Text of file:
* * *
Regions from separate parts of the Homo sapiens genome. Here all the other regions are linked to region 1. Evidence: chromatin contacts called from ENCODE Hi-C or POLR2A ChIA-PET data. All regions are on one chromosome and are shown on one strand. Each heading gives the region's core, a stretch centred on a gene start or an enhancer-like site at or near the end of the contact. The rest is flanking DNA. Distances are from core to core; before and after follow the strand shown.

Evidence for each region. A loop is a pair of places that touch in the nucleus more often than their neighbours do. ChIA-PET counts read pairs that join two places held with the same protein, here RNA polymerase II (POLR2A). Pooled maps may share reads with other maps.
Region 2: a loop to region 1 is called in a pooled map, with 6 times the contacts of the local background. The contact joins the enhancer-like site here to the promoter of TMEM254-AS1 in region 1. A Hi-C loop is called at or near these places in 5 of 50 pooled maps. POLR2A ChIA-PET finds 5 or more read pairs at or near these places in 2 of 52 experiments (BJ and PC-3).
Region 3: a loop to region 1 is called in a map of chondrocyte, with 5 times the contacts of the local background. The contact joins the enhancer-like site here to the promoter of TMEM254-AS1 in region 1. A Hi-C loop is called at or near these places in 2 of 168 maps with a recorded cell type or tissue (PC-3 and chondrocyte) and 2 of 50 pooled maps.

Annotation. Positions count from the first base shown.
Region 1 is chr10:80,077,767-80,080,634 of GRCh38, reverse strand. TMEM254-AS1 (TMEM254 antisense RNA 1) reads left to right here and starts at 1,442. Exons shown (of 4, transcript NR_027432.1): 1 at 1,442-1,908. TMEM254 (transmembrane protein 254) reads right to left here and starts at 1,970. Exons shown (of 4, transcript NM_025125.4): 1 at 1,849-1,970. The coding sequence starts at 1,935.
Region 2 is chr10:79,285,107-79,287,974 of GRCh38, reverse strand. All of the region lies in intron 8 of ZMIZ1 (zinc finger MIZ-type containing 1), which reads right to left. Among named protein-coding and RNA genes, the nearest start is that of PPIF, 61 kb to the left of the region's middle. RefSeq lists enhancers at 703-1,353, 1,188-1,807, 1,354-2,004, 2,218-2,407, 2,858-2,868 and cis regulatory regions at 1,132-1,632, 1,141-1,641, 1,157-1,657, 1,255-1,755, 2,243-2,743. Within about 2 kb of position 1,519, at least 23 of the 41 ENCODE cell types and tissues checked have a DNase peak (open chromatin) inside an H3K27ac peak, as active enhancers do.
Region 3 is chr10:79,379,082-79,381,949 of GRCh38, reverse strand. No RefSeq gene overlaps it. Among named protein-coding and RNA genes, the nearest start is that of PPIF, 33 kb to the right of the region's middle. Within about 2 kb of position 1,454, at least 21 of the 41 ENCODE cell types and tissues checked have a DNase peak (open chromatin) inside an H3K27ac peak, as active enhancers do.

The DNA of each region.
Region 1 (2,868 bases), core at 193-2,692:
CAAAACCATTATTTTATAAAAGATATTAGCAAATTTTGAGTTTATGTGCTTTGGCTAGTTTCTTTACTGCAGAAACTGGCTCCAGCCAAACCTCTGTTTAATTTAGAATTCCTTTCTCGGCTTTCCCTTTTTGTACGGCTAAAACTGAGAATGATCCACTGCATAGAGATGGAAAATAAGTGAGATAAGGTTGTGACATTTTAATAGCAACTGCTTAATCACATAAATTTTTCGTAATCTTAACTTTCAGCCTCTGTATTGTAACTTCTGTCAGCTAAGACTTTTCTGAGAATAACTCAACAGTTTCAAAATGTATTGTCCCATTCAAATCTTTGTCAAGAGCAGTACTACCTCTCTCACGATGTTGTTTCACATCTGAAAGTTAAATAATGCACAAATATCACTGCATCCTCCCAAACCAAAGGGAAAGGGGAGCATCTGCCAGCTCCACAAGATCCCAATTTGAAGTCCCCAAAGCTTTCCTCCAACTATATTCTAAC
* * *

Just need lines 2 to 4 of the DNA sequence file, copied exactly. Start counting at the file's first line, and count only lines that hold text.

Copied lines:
Evidence for each region. A loop is a pair of places that touch in the nucleus more often than their neighbours do. ChIA-PET counts read pairs that join two places held with the same protein, here RNA polymerase II (POLR2A). Pooled maps may share reads with other maps.
Region 2: a loop to region 1 is called in a pooled map, with 6 times the contacts of the local background. The contact joins the enhancer-like site here to the promoter of TMEM254-AS1 in region 1. A Hi-C loop is called at or near these places in 5 of 50 pooled maps. POLR2A ChIA-PET finds 5 or more read pairs at or near these places in 2 of 52 experiments (BJ and PC-3).
Region 3: a loop to region 1 is called in a map of chondrocyte, with 5 times the contacts of the local background. The contact joins the enhancer-like site here to the promoter of TMEM254-AS1 in region 1. A Hi-C loop is called at or near these places in 2 of 168 maps with a recorded cell type or tissue (PC-3 and chondrocyte) and 2 of 50 pooled maps.